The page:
What’s the best reward for students? Is positive praise for students effective? Or are chocolates, candy, or cuddles faster and cheaper? Ok, maybe not cuddles. Unless you’re a kindergarten teacher and you are subjected to cuddles without your consent.

In all seriousness, how can teachers reward students for good behavior and work ethic in a way that is not a food reward? With up to 86% of US teachers using candy and food rewards, it can be a struggle to find rewards that are not only as effective, but also easy, as handing out candy. 

Today we’re going to look at an alternative idea to reward students in the classroom – positive praise for students. We’ll look at what it is, why it works, and how you can easily (and cheaply!) use it as a classroom management tool.

In my fourth year of teaching… 

I had a lightbulb moment. Positive praise for students works.

I should’ve known: I’d had professional development sessions on it and read about it in teaching manuals. But somehow it didn’t sink in until I had a student approach me and thank me for sending home a positive praise postcard as a reward for her attendance.

She was a sweet but quiet girl. I imagine she often went unnoticed by teachers because she wasn’t the brightest, or funniest, or loudest, or most talented at anything in particular. But she showed up to class – every day for the whole term.

So, I sent a postcard home because I thought that was impressive. For an entire 10-week term, she was in class every day.

That might not sound impressive. But consider: she didn’t get sick, she didn’t nag her parents to let her stay home from school, and she didn’t ‘accidentally’ miss the bus to school even once. 

This requires serious effort on the part of a fourteen year old who probably just wants to sleep until noon and then watch TV or scroll TikTok until her parents get home. 

I noticed. I sent the postcard. And her response let me know that she felt seen.

What is positive praise?

While I couldn’t find an exact definition for positive praise, the research suggests that to be effective and positive, praise needs to be:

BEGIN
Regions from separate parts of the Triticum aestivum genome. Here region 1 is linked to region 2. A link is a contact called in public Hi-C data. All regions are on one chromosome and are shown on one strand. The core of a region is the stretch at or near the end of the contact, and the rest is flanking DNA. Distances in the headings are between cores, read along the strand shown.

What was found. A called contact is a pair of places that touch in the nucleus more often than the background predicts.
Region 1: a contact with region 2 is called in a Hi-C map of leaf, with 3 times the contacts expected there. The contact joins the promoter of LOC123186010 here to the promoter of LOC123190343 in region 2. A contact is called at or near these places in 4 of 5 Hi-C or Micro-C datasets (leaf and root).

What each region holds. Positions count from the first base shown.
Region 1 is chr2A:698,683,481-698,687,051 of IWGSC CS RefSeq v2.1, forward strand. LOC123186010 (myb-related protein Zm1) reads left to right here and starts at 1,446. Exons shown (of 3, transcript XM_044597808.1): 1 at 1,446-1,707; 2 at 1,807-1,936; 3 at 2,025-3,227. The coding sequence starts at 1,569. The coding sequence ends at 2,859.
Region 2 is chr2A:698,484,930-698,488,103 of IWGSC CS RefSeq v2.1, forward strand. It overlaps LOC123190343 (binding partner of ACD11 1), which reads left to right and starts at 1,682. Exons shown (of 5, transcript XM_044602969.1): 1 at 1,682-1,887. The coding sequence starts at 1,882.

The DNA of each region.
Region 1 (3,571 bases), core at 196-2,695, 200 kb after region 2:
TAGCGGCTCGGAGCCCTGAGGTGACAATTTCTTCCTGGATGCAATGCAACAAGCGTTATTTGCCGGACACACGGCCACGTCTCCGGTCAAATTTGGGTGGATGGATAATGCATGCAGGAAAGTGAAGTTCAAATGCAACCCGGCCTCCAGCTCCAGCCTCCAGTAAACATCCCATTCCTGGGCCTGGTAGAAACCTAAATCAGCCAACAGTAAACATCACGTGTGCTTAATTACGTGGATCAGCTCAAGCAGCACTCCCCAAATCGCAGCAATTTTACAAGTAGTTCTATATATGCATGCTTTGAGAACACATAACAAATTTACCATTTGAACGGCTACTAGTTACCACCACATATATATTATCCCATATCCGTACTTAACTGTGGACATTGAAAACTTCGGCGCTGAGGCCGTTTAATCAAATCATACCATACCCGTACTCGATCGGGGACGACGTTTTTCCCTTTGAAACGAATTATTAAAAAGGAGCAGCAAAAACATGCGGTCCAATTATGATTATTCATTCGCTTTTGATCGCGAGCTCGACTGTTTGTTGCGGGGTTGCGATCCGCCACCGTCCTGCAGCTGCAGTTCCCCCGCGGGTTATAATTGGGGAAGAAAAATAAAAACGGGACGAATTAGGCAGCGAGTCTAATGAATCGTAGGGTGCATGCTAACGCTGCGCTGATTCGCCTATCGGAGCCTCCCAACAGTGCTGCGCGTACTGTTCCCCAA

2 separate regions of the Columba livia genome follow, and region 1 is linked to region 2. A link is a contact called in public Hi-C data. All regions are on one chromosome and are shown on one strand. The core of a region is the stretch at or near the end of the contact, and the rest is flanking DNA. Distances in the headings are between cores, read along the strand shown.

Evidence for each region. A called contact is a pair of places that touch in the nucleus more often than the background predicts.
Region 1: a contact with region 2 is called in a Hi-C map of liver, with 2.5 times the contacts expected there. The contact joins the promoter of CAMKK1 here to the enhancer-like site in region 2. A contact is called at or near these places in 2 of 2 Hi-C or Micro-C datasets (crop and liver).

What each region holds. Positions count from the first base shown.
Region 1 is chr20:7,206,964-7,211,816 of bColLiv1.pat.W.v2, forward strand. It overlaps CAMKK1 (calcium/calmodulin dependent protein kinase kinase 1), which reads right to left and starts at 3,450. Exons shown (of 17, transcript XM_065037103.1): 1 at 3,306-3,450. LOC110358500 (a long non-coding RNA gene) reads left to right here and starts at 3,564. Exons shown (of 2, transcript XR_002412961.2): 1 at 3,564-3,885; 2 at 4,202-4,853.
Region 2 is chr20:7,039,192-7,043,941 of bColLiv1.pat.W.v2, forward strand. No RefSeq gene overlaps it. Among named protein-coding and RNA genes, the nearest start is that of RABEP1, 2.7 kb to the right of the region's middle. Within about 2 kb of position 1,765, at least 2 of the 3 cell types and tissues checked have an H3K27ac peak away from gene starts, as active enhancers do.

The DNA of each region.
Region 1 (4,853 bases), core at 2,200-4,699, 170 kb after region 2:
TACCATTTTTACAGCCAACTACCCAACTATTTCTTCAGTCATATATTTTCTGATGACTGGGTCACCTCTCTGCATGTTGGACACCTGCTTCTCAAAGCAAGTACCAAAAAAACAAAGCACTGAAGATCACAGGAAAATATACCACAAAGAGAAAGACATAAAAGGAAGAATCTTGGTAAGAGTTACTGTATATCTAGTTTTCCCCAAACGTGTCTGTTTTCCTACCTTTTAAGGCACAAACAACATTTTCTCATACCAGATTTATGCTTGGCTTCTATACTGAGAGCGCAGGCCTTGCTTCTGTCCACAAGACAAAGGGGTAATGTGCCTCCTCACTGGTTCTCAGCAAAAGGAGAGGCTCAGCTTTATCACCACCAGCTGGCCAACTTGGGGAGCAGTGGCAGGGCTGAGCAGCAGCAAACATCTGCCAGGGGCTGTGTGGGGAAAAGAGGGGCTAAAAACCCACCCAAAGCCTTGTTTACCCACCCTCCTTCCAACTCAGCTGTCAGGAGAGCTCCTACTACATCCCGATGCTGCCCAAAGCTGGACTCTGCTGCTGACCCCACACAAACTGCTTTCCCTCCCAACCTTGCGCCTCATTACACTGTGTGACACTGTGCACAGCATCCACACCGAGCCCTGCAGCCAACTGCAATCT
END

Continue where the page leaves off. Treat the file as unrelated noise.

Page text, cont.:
• specific (to a student, situation, or behavior demonstrated)
  • timely (given quickly after the praise-worthy event)
  • given for students’ efforts, progress, or behaviors instead of abilities or talents
  • sincere
  • sensitive to students’ cultural or personal preferences
  • avoid comparisons to other students
  • relate to already-established expectations for school/classroom behavior

I started using positive praise postcards as a reward when I worked at my last school because the school had developed a school-wide plan to create postcards that reinforced the school rules.

The idea was that when teachers noticed students following the rules or demonstrating other praise-worthy behavior, they would send a postcard home.

Once I realized how effective using positive praise was, I attempted to use the praise postcards systematically because they were a fast, efficient, private, and free (at my school) way to praise and reward my students.

Go here if you want to find out how I worked sending positive praise postcards into my routine so that it became effortless.

Why is positive praise the best reward for students?

Positive praise, and in particular the postcards, were new to me at the time. But they quickly became one of my favorite strategies to develop positive relationships with students. I think that using positive praise postcards works for a variety of reasons:

  • positive praise rewards students who are doing the right thing (even if they’re not consistently doing the right thing, you can notice students when they do the right thing)
  • using positive praise postcards is quick and easy so you can do it consistently
  • they allow you to use praise strategically – you can pick which students get them and what behaviors you reward to foster the types of behaviors you want more of in your classroom
  • using positive praise postcards reminds you as a teacher of the things your students are doing right, which keeps you in a positive frame of mind
  • they build rapport because they show students and parents that you notice when students doing the right thing
  • it reinforces that being a good student requires appropriate behavior so that everyone in the class can learn
  • they allow you as a teacher to give positive praise to every student, not just the ones who excel academically
  • positive praise postcards help you praise shy students who might otherwise be embarrassed to be praised in front of the class (especially in middle and high school)
  • they foster a growth mindset

How to reward with positive praise for students: